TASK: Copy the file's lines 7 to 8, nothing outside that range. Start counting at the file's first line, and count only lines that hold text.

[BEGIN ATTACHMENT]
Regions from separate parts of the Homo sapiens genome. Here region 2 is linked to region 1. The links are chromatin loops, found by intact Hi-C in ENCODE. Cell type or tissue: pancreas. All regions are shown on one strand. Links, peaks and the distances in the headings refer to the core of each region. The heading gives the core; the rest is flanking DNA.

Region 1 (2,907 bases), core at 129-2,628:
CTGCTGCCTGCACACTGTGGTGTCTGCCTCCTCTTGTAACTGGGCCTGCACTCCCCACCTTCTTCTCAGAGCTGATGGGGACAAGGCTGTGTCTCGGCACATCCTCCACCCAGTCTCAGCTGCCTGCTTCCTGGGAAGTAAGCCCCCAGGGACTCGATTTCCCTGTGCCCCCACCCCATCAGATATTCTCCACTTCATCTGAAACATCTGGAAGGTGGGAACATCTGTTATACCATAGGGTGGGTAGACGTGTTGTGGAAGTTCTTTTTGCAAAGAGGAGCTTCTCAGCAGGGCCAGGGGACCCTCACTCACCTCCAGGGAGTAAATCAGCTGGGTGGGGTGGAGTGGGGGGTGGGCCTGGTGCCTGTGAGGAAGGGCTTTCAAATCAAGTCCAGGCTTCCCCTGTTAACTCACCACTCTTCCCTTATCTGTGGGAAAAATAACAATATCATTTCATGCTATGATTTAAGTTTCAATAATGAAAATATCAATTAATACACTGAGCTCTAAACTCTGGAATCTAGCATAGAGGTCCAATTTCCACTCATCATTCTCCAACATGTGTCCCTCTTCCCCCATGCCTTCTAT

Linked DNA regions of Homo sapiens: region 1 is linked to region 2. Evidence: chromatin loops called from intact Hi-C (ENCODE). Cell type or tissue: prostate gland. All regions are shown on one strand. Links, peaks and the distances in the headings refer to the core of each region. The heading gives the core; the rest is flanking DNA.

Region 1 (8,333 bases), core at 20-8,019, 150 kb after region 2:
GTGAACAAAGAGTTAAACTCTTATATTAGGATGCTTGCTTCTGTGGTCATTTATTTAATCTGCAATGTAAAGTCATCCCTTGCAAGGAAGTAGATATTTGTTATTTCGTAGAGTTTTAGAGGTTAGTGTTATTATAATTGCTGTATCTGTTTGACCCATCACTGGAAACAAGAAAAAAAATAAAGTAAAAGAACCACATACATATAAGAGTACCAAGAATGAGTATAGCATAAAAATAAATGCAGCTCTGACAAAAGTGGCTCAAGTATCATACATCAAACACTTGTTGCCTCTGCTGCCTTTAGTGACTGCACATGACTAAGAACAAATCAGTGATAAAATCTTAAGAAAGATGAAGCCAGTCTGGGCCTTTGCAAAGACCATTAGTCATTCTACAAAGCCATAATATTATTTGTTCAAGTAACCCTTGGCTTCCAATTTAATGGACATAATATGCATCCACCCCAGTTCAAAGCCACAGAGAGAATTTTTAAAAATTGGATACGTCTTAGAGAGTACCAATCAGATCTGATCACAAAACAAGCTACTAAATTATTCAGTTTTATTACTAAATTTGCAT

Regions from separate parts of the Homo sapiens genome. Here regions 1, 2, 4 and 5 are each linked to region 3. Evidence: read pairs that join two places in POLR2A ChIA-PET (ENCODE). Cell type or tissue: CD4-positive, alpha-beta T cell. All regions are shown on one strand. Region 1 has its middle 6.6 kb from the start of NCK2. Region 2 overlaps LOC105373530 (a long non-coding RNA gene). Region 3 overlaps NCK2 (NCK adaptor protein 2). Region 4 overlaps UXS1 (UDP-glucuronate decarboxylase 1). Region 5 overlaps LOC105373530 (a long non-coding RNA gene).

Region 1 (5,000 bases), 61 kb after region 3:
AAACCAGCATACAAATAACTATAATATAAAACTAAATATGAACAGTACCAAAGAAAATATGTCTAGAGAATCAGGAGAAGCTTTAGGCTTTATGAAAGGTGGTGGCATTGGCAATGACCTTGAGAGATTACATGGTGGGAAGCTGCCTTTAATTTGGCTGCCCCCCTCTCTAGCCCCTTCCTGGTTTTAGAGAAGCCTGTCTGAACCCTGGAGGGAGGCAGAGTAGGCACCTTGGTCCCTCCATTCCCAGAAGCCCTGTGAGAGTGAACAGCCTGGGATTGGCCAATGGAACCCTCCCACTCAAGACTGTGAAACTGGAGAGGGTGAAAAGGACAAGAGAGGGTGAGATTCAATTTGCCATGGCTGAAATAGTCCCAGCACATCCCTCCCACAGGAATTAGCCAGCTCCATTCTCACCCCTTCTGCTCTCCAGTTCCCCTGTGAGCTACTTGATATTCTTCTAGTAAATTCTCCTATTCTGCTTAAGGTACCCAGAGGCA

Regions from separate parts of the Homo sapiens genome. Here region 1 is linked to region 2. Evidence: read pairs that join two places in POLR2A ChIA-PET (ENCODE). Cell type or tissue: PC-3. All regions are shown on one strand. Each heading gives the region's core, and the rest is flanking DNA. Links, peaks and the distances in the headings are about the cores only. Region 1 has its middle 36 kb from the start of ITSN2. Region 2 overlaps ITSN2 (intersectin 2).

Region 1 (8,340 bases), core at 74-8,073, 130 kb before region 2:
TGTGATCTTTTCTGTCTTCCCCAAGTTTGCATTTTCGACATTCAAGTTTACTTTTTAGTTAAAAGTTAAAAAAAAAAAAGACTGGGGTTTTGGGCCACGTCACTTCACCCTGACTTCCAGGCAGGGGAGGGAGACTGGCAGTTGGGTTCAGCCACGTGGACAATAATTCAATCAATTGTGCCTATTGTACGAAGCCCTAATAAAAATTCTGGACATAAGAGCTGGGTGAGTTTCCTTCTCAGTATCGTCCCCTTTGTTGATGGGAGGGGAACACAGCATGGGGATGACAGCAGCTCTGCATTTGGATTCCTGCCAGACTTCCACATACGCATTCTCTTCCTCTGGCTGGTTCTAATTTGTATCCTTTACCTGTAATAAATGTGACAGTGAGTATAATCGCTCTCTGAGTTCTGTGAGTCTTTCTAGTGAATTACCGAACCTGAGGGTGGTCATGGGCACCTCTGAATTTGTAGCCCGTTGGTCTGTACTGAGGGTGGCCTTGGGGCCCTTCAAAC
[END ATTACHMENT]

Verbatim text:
Regions from separate parts of the Homo sapiens genome. Here regions 1, 2, 4 and 5 are each linked to region 3. Evidence: read pairs that join two places in POLR2A ChIA-PET (ENCODE). Cell type or tissue: CD4-positive, alpha-beta T cell. All regions are shown on one strand. Region 1 has its middle 6.6 kb from the start of NCK2. Region 2 overlaps LOC105373530 (a long non-coding RNA gene). Region 3 overlaps NCK2 (NCK adaptor protein 2). Region 4 overlaps UXS1 (UDP-glucuronate decarboxylase 1). Region 5 overlaps LOC105373530 (a long non-coding RNA gene).

Region 1 (5,000 bases), 61 kb after region 3: